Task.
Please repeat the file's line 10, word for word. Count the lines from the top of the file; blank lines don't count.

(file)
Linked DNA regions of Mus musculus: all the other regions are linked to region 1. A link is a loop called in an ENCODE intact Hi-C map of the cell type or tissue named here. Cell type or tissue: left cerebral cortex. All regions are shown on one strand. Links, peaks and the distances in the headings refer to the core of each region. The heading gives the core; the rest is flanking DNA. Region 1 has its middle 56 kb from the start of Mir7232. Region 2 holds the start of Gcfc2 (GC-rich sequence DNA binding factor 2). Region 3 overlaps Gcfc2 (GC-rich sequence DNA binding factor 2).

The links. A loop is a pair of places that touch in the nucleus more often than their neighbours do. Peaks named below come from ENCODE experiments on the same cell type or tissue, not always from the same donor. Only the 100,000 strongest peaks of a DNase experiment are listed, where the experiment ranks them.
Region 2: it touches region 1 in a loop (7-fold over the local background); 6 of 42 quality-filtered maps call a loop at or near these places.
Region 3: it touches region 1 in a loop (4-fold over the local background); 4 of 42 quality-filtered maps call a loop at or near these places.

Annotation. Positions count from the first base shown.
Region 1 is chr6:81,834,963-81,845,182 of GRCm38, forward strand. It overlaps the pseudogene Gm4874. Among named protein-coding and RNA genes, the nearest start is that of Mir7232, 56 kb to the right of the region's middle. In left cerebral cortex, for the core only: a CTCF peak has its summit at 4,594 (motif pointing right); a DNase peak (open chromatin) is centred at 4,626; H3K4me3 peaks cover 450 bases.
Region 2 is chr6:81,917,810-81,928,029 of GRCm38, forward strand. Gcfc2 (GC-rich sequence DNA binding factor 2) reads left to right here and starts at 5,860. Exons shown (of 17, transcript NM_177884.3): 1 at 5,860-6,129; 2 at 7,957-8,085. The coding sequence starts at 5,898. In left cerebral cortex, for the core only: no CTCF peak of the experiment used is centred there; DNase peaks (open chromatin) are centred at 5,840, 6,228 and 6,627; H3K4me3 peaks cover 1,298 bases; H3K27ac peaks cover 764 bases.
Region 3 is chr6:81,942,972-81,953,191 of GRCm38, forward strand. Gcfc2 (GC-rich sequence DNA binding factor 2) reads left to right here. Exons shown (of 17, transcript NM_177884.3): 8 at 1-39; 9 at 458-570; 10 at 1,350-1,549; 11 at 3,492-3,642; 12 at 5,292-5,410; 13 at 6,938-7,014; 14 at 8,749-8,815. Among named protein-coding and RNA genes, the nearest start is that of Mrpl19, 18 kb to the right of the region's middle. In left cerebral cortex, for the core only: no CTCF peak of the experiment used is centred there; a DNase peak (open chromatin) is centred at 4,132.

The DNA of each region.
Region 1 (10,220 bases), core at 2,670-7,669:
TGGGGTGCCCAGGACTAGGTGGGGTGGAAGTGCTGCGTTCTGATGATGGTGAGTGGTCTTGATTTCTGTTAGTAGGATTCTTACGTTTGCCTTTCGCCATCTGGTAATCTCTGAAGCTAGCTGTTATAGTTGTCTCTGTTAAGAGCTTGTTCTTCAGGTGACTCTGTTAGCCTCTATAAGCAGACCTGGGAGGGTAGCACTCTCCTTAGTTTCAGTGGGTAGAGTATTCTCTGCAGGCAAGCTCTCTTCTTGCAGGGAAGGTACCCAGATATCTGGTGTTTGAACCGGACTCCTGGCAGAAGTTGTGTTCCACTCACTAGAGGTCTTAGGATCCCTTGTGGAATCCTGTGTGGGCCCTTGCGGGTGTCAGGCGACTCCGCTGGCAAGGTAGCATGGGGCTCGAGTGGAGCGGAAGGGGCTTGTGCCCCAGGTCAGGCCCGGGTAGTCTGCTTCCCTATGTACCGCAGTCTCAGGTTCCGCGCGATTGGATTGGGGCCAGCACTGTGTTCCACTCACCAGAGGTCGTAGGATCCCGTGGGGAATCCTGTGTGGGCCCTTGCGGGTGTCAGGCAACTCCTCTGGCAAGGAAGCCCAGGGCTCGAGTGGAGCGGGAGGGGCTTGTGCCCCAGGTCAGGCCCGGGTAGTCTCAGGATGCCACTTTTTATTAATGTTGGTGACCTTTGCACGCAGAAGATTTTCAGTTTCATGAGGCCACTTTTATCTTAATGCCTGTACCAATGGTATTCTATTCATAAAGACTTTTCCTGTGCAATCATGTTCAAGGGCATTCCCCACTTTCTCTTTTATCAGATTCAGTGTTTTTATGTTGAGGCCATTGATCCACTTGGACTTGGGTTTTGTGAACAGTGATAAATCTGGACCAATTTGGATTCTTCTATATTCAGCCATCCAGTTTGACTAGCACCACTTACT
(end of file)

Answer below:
Region 1 (10,220 bases), core at 2,670-7,669: